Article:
CONCERNS over the impact of the upcoming deep budget cuts at Clackmannanshire Council have been raised at Holyrood.

A motion is being tabled at Scottish Parliament on the "acute financial position" of the local authority by Mid Scotland and Fife MSP Alex Rowley as the setting of the 2018-19 budget looms closer.

The move by the Labour MSP aims to highlight and independent report, the final version of which is to be published by Audit Scotland and the Accounts Commission this week.

Mr Rowley fears there will be a "detrimental impact" on services, jobs and the wider community and that the chops will mean the council will not be able to tackle high levels of deprivation and low economic activity in the area.

Moreover, he says the withdrawal of support for local organisations, £167,000 for Clackmannanshire Healthier Lives or £32,000 for Sauchie Active 8 for instance, will be "deeply damaging to the really good work that is currently happening".

MSP Rowley told the Advertiser: "I don't think the government can simply sit back and allow this council to go under but, given the current budget difficulties, it is not clear how they will be able to maintain the delivery of the services and support needed for local people and local communities.

"This is worrying for service users and for the staff who deliver the services. It is their hard work that makes local communities better places to live and work.

"We can't simply let these cuts cause damage to our communities."

Councillor Les Sharp, leader of the SNP administration, acknowledged there are challenging times ahead and stressed his group is "determined to drive through transformational change in the council" – not just in structure, but also in how services are delivered.

Cllr Sharp added that much of the challenges result from austerity measures "caused by Labour " and "inflicted on us by the Tory UK Government since the banking crisis". Then there was the economic downturn, with a the Wee County less resilient than average to take the hit.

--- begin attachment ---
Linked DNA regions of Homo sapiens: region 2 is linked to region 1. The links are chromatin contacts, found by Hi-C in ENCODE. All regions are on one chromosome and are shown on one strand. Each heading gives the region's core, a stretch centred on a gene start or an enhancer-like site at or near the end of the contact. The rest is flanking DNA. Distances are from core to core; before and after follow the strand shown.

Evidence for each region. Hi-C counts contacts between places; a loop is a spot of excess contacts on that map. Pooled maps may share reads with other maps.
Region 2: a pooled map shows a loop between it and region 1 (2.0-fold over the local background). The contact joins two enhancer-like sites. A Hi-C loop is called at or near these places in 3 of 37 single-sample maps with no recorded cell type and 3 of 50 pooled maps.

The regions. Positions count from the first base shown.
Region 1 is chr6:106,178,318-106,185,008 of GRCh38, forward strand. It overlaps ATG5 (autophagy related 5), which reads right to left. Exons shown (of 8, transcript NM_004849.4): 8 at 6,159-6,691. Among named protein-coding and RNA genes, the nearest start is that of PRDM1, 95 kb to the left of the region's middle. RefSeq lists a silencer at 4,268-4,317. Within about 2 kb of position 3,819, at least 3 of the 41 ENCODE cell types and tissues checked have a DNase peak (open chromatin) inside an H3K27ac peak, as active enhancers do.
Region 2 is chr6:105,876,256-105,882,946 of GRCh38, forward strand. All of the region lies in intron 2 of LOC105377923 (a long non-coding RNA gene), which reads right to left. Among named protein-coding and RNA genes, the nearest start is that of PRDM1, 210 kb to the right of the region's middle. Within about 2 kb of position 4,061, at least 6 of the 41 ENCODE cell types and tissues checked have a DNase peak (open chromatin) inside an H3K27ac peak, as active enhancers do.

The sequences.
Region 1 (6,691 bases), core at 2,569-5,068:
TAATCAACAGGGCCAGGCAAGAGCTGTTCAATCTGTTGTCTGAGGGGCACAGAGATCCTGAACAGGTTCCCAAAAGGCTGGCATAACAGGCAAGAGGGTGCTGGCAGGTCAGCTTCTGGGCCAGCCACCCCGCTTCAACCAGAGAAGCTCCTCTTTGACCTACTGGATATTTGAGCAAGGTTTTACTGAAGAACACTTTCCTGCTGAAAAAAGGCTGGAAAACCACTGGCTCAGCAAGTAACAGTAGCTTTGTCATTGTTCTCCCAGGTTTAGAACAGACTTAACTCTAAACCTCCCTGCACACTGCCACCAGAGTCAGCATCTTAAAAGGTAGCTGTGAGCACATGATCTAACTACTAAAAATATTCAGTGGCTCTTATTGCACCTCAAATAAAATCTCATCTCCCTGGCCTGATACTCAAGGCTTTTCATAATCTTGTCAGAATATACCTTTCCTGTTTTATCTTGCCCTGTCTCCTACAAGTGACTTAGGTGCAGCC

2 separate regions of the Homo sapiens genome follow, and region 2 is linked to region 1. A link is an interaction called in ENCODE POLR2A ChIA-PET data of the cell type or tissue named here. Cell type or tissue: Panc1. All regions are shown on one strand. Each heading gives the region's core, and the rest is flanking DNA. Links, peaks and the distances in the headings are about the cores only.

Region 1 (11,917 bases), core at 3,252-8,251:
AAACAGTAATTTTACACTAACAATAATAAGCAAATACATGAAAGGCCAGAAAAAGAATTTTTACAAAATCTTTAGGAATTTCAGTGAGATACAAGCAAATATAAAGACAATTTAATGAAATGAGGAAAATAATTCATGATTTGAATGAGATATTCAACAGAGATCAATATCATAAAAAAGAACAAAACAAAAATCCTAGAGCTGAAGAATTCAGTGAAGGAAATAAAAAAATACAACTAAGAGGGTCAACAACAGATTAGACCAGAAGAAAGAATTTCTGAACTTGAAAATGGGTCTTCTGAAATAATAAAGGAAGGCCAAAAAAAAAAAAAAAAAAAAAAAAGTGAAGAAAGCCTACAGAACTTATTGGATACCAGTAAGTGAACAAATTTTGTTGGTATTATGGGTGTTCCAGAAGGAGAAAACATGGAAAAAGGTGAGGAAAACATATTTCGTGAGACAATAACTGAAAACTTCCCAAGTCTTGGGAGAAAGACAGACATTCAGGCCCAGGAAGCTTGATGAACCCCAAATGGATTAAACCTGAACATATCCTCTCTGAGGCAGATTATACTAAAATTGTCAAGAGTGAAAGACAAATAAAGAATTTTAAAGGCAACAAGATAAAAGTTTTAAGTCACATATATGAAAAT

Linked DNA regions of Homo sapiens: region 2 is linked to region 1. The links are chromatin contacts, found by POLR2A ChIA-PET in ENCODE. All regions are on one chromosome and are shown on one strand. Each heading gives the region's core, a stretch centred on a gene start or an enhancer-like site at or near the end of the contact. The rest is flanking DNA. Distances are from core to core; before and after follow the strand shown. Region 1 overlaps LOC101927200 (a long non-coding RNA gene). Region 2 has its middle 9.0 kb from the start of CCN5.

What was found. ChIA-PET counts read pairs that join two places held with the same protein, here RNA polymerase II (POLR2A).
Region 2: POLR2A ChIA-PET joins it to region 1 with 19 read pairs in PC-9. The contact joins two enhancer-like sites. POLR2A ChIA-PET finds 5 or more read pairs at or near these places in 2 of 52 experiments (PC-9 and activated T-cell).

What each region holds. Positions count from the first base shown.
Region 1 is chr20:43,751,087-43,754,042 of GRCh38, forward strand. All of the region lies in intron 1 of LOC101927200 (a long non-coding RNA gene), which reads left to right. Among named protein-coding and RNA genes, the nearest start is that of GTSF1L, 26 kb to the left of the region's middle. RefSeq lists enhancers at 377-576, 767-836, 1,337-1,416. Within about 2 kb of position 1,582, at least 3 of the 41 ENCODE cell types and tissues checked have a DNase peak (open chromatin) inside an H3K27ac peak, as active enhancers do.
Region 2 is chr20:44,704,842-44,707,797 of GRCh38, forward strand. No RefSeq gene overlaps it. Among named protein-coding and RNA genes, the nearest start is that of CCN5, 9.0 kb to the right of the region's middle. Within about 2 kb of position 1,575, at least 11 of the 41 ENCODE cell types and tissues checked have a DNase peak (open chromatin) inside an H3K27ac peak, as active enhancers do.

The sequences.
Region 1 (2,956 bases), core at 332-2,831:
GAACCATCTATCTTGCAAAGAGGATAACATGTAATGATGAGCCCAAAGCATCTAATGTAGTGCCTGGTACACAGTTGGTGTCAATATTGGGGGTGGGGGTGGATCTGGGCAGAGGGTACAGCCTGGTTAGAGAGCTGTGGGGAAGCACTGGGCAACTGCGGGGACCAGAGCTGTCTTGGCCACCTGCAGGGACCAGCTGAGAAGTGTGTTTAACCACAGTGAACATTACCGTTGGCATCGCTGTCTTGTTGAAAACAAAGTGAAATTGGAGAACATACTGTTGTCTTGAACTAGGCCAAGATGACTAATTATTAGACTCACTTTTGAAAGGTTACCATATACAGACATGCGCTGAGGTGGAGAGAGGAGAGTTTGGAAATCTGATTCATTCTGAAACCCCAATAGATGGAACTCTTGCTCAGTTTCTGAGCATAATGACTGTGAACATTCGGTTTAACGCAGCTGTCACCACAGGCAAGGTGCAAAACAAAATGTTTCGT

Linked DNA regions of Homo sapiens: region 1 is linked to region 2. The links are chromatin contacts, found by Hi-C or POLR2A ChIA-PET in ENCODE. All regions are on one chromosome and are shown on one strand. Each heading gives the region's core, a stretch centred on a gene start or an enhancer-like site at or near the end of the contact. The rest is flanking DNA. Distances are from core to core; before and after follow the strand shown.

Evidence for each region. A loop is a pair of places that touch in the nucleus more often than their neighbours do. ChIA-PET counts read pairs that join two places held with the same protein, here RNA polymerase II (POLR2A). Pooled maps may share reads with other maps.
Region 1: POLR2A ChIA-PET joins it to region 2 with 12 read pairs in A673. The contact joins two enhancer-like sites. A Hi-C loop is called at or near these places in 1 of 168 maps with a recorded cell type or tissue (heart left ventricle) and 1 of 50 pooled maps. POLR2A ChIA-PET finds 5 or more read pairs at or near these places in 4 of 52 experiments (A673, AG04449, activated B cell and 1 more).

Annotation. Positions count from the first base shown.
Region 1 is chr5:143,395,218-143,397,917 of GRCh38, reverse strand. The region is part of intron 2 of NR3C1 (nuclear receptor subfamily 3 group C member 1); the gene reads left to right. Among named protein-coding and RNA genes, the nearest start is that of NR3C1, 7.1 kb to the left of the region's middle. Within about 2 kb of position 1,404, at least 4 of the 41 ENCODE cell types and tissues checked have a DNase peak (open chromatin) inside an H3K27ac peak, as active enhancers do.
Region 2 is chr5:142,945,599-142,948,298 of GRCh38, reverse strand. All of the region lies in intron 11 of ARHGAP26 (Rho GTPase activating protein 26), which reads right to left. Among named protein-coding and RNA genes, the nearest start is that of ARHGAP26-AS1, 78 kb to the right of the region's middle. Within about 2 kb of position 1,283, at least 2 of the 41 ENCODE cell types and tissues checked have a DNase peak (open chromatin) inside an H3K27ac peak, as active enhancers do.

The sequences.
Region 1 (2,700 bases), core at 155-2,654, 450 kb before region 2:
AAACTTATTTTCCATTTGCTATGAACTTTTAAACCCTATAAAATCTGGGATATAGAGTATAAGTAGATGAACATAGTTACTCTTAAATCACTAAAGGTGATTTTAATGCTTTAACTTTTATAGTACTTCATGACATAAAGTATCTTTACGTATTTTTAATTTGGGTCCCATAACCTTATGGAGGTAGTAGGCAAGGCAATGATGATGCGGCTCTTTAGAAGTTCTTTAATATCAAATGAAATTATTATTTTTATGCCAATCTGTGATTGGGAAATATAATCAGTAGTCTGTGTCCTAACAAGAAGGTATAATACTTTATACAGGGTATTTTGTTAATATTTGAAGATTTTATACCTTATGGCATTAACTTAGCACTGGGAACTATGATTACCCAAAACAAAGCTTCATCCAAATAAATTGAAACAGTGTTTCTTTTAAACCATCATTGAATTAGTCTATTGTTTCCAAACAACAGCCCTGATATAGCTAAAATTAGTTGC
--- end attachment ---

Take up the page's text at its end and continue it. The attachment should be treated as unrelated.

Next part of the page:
The council leader told the Advertiser: "The strains on the budget are exacerbated by the drain of over £7million per annum that we have to find to pay for the PPP on our secondary schools, six per cent of our budget and increasing yearly, this, added to the fact that the previous Labour administration failed to implement existing plans for transformational change within the council, is making this year particularly challenging."

The Audit Scotland report said the council has made progress in reducing staff numbers to drive costs down, but raised concerns over the local authority's ability to attract and retain staff in key areas, for instance qualified and experienced finance employees.

Furthermore, sickness rates at the council remain among the highest in Scotland.

Part of the savings proposals is a 40 per cent cut across management and Cllr Sharp explained the SNP is looking at changing the structure to a more efficient, customer focussed team.

He admitted capacity "may be a challenge", but he is looking to make sure the "right support is in place to deliver our vision".